Jason: Dude, where’s your car?

Andrew: It was a joke. You know I can’t drive. Not after that tuna incident. Why do you always have to bring up the traumatic memories?

Jason: What are you talking about?

Andrew: Oh yeah, I see. Now you’re going to say, “I don’t remember that.” and then blame it on a blackout. Go ahead. I dare you.

Jason: Anyway, the fraternity thing is illustrative of what I think is the one major weakness in what is otherwise a pretty impressive movie. Complaints other people might have about lazy logic, plot holes, or the acting ticks of Ashton Kuchter . . . all those things, to me at least, were negligible. If they existed, they didn’t take me out of the movie. What did occasionally take me out of the movie, though, were what I saw as serious clichés. Namely, the film’s portrayal of fraternities, prisons and prostitution. I’m aware that clichés are often true, but, fair or not, I couldn’t help feeling that the filmmakers’ conception of fraternities, prisons and prostitution was derived wholly and entirely from movies and television.

Still, like Andrew said, Butterfly Effect is well worth a look. But be careful. Butterfly Effect is genuinely disturbing. It might retroactively poison all those time-travel fantasies you’ve been having since you saw Back to the Future as a kid.

Jason’s Rating: 8 out of 10
Andrew’s Rating: 8.5 out of 10

Having heard rumors that Dude, Where’s My Car is actually a sci-fi movie, RevSF Film/DVD Editor Jason Myers and RevSF contributor Andrew Kozma are ashamed to admit that their knowledge of all things sci-fi is clearly incomplete.

Andrew: What I found really interesting is the way the jumps in time are done, especially in the beginning. It reminded me of Girl, Interrupted and, like that movie, brought me closer to the young Evan immediately. Later the time jumps still hold power because of-

Jason: Uh, Andrew, what are you doing?

Andrew I’m finishing the review.

Jason:: The review’s done. We finished it last week.

Andrew: What do you mean? I don’t remember that. You must have written without me there.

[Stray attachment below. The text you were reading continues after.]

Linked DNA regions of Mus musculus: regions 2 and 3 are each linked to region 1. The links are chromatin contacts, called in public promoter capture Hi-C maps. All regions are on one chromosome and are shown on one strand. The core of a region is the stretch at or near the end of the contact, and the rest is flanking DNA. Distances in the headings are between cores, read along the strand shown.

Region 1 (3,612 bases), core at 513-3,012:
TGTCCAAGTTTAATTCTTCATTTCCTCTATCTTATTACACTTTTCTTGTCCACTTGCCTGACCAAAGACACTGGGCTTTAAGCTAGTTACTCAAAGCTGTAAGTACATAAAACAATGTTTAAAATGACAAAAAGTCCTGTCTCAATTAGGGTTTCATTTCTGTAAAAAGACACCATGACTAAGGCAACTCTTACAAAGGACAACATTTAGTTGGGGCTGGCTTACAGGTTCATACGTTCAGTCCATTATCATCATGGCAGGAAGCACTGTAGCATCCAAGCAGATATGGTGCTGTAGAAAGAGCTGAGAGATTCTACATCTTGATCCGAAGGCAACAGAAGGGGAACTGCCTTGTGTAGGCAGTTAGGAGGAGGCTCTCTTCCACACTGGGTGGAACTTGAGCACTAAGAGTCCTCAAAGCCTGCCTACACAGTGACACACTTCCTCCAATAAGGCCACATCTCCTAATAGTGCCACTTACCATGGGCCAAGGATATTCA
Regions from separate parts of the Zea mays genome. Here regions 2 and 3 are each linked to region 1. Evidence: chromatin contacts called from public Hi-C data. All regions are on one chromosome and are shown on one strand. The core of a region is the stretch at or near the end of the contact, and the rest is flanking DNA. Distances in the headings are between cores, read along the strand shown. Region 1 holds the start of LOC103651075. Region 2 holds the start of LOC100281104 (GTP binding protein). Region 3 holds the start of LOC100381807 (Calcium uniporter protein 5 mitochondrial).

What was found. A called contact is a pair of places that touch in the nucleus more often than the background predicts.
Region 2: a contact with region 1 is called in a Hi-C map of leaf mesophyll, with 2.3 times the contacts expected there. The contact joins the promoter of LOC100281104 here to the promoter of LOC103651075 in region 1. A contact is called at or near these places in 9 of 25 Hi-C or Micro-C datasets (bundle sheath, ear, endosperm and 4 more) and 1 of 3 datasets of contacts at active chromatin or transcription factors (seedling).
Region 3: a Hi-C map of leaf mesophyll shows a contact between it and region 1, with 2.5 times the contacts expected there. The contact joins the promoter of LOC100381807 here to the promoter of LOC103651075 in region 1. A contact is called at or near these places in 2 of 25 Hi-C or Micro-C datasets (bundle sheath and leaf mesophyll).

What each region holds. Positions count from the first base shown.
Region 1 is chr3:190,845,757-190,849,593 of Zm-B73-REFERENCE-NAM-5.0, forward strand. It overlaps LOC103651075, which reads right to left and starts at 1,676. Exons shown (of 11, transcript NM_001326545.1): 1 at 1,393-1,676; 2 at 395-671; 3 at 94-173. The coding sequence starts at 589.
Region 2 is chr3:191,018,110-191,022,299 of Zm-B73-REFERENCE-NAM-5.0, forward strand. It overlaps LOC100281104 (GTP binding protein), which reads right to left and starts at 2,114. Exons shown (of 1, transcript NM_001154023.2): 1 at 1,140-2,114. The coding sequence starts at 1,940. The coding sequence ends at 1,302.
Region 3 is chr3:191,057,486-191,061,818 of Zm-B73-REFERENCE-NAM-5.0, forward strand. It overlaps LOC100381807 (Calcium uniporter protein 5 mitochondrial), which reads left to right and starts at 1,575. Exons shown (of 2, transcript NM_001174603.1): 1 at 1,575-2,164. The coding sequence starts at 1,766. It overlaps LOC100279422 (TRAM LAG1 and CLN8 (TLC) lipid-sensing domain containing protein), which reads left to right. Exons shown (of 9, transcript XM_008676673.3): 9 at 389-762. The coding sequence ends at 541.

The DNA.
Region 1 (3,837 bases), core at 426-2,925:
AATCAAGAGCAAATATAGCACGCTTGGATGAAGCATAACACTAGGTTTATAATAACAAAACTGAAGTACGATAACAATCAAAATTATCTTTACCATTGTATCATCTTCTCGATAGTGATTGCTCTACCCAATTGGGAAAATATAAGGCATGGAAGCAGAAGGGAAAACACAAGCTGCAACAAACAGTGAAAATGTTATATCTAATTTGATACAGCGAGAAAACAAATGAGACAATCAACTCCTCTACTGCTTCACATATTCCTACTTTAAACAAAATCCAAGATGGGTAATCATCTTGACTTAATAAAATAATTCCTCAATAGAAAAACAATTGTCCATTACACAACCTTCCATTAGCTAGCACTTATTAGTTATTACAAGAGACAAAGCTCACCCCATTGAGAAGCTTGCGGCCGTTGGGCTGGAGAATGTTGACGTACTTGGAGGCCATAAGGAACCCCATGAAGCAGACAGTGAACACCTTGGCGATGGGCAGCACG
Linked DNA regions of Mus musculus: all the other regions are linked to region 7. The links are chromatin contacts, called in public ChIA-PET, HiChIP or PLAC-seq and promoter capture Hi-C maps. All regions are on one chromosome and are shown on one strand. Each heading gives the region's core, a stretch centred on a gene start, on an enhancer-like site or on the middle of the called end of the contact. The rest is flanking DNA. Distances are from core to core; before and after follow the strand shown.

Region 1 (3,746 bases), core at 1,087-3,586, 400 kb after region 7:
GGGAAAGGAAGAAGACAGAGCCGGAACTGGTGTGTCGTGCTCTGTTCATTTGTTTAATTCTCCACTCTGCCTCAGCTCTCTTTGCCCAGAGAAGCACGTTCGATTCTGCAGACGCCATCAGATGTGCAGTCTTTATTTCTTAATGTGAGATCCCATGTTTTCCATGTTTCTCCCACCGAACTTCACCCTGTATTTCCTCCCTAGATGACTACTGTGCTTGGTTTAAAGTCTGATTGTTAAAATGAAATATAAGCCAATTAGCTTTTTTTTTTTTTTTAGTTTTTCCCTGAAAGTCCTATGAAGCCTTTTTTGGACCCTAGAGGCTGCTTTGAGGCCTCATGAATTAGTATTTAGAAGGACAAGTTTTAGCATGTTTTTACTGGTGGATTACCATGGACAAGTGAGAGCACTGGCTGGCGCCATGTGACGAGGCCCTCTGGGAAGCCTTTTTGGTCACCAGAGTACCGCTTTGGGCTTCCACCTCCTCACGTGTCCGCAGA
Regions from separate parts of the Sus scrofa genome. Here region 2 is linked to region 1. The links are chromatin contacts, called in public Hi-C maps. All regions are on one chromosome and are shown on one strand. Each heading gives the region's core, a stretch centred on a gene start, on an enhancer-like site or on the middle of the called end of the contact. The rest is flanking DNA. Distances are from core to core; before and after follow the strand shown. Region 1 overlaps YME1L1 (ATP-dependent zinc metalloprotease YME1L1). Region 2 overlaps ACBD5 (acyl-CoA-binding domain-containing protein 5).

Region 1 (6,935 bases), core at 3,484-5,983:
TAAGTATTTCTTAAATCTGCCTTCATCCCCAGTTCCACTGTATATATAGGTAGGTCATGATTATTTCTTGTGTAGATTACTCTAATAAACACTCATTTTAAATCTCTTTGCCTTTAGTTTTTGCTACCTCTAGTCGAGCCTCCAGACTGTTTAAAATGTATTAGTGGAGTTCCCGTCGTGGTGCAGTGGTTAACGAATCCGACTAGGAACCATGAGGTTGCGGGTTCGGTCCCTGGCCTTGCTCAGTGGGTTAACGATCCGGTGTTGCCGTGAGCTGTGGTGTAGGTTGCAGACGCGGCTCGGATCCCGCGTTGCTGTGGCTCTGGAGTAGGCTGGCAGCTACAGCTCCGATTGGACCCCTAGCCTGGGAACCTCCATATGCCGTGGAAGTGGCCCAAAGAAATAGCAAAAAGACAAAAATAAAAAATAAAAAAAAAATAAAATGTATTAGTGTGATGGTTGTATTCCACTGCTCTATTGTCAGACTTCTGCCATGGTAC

Jason:: Of course you were there. I couldn’t very well write a joint review by myself, could I?

Andrew: Well, sure, you could pretend to be me, writing my responses and making me seem like a gutless moron. But, anyway, it doesn’t matter. The review’s not online, and I had nothing to do with this so-called thing you completed. By yourself, I might add.

Jason: Look. Right here. It’s posted and everything. There’s your byline. I thought it turned out pretty well. And look, we actually got through the whole thing without any spoilers.

Andrew: What do you mean we didn’t include any spoilers?

Jason: Is that a rhetorical question?

Andrew: But we have to include spoilers. Don’t you understand?

Jason: No. It’s too late to change it. It’s written. It’s posted. Live with it.

Andrew: I will not live with the deaths of countless RevSF readers on my conscience, or the maimed ones, no longer able to click a mouse except with their teeth, or those who had to sell themselves to get the true critical insight they needed before AND after watching the film. You may be able to live with yourself, heartless editor, but I’ve seen, oh, I’ve seen, what happens when spoilers are left out. Now I know I didn’t write this review. I care too much. It’s time to fix the madness you created!

Jason: I’d like to see you try.

Andrew: And then I said, “I bow to your greater knowledge, oh man behind the curtain…”


Jason: Well, that Time Machine remake was pretty weak. I thought that Frequency was pretty good, if a bit vanilla, and not particularly noteworthy. Still, you’re right. To find something that works as well as or better than Butterfly Effect, you’d have to go back nearly a decade to 1995’s 12 Monkeys. But that’s only if you don’t count movies with quasi-time-continuum themes, like Minority Report and Donnie Darko.

Andrew: I bow to your greater knowledge, oh man behind the curtain. And maybe now you’ll reveal to us the many spoilers in store.

Jason: Why? Someone wise once said that a good review is one where you can convey a sense of the movie without revealing too much about the plot. Oh, that was me who said that. Hence, no spoilers.

Andrew: Oh, no, we need spoilers. I’ve seen what a review is like without spoilers, and it’s not pretty. Come on, Farkbag!


Andrew: The acting by all the main characters in the film was really good, though Lenny (Elden Henson), bothered me a little. Too much of a transformation at the end? He has a wide variety of character types to play, but him as a long-haired, hip person. Well--